This course is the second installment of Single-Variable Calculus. In Part I (MA101) [1], we studied limits, derivatives, and basic integrals as a means to understand the behavior of functions. In this course (Part II), we will extend our differentiation and integration abilities and apply the techniques we have learned. Additional integration techniques, in particular, are a major part of the course. In Part I, we learned how to integrate by various formulas and by reversing the chain rule through the technique of substitution. In Part II, we will learn some clever uses of substitution, how to reverse the product rule for differentiation through a technique called integration by parts, and how to rewrite trigonometric and rational integrands that look impossible into simpler forms. Series, while a major topic in their own right, also serve to extend our integration reach: they culminate in an application that lets you integrate almost any function you’d like. Integration allows us to calculat…

Multivariable Calculus is an expansion of Single-Variable Calculus in that it extends single variable calculus to higher dimensions. You may find that these courses share many of the same basic concepts, and that Multivariable Calculus will simply extend your knowledge of functions to functions of several variables. The transition from single variable relationships to many variable relationships is not as simple as it may seem; you will find that multi-variable functions, in some cases, will yield counter-intuitive results. The structure of this course very much resembles the structure of Single-Variable Calculus I and II. We will begin by taking a fresh look at limits and continuity. With functions of many variables, you can approach a limit from many different directions. We will then move on to derivatives and the process by which we generalize them to higher dimensions. Finally, we will look at multiple integrals, or integration over regions of space as opposed to intervals. The goal of Mu…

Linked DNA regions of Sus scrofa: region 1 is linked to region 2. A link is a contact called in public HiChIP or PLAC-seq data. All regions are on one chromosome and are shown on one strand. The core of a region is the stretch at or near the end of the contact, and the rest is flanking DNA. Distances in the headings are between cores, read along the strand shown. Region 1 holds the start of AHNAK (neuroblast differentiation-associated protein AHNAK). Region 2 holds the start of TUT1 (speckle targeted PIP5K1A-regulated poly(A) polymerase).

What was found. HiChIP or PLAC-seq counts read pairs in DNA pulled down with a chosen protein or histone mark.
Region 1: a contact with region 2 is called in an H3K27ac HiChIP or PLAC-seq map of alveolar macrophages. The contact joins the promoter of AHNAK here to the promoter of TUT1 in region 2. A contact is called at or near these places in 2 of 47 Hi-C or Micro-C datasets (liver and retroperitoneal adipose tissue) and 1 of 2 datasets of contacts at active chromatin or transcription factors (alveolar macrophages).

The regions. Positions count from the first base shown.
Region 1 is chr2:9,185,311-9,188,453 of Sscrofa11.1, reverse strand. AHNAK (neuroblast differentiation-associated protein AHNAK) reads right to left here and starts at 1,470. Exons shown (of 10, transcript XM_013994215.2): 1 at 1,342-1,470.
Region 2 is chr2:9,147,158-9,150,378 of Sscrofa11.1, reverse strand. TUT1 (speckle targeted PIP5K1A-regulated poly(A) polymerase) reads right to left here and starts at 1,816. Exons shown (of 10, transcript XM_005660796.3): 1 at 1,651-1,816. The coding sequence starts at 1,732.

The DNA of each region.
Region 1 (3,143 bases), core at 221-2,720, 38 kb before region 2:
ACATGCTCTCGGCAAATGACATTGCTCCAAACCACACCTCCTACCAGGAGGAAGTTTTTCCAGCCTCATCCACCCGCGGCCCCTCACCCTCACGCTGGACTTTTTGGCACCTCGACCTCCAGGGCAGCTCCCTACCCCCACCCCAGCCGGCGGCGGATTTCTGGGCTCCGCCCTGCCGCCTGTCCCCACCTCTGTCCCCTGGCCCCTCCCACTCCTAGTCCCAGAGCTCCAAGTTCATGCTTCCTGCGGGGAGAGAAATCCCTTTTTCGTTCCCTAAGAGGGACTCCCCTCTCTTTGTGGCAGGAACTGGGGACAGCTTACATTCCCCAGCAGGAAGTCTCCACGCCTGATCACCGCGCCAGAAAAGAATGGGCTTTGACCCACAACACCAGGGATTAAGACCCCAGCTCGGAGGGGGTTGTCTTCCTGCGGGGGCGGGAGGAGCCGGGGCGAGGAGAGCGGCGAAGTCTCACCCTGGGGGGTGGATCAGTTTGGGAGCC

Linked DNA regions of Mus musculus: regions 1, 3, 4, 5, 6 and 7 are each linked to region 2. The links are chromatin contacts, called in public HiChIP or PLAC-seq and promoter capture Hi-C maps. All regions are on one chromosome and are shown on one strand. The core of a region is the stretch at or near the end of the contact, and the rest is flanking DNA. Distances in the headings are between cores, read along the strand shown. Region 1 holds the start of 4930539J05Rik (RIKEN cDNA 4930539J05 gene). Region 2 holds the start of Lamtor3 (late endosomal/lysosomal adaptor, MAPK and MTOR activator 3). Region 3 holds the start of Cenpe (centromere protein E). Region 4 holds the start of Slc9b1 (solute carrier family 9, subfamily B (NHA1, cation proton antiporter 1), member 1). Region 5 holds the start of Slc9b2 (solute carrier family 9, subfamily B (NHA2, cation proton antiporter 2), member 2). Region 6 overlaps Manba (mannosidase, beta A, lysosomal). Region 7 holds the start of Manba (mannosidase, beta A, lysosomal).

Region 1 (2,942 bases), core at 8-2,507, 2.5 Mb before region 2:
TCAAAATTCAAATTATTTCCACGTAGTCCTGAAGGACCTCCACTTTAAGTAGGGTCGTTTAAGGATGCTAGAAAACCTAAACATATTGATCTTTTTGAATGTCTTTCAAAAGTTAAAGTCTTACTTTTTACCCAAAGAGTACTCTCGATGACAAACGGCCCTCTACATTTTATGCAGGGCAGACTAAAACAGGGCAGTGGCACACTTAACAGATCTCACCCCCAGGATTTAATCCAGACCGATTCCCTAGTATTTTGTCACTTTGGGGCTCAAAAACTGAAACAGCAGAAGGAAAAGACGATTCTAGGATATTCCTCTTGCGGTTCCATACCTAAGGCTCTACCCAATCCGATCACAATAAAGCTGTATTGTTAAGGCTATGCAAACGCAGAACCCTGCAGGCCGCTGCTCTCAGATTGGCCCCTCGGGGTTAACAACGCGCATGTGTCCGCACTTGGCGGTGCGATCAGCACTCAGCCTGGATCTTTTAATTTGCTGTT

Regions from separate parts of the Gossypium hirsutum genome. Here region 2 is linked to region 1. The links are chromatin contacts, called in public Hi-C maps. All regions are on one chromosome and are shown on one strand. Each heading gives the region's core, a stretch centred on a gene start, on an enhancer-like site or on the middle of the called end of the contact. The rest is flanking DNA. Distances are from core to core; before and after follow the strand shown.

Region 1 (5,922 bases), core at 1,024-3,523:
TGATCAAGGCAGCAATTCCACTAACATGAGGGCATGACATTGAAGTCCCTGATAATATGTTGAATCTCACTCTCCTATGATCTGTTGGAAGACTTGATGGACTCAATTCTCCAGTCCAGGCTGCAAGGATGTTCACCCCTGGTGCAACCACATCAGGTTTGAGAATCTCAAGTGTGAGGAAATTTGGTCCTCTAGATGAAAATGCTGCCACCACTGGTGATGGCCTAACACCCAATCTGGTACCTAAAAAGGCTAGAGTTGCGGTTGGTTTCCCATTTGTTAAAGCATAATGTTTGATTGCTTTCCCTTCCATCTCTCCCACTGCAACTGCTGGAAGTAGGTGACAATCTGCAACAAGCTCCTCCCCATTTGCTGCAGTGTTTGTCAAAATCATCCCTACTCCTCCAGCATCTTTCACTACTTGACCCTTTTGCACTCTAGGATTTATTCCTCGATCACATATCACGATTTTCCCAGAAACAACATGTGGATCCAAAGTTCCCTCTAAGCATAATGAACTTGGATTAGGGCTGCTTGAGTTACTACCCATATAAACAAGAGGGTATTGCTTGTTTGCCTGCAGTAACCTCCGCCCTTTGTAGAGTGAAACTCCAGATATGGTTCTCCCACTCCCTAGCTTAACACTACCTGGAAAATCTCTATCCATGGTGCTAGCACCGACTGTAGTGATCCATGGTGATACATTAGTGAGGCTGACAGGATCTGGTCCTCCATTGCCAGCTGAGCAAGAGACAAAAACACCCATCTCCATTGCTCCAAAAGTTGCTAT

If you invest in financial markets, you may want to predict the price of a stock in six months from now on the basis of company performance measures and other economic factors. As a college student, you may be interested in knowing the dependence of the mean starting salary of a college graduate, based on your GPA. These are just some examples that highlight how statistics are used in our modern society. To figure out the desired information for each example, you need data to analyze. The purpose of this course is to introduce you to the subject of statistics as a science of data. There is data abound in this information age; how to extract useful knowledge and gain a sound understanding in complex data sets has been more of a challenge. In this course, we will focus on the fundamentals of statistics, which may be broadly described as the techniques to collect, clarify, summarize, organize, analyze, and interpret numerical information. This course will begin with a brief overview of the discipline of stat…

Differential equations are, in addition to a topic of study in mathematics, the main language in which the laws and phenomena of science are expressed. In basic terms, a differential equation is an expression that describes how a system changes from one moment of time to another, or from one point in space to another. When working with differential equations, the ultimate goal is to move from a microscopic view of relevant physics to a macroscopic view of the behavior of a system as a whole. Let’s look at a simple differential equation. Based on previous math and physics courses, you know that a car that is constantly accelerating in the x-direction obeys the equation d2x/dt2 = a, where a is the applied acceleration. This equation has two derivations with respect to time, so it is a second-order differential equation; because it has derivations with respect to only one variable (in this example, time), it is known as an ordinary differential equation, or an ODE. Let’s say that we want to sol…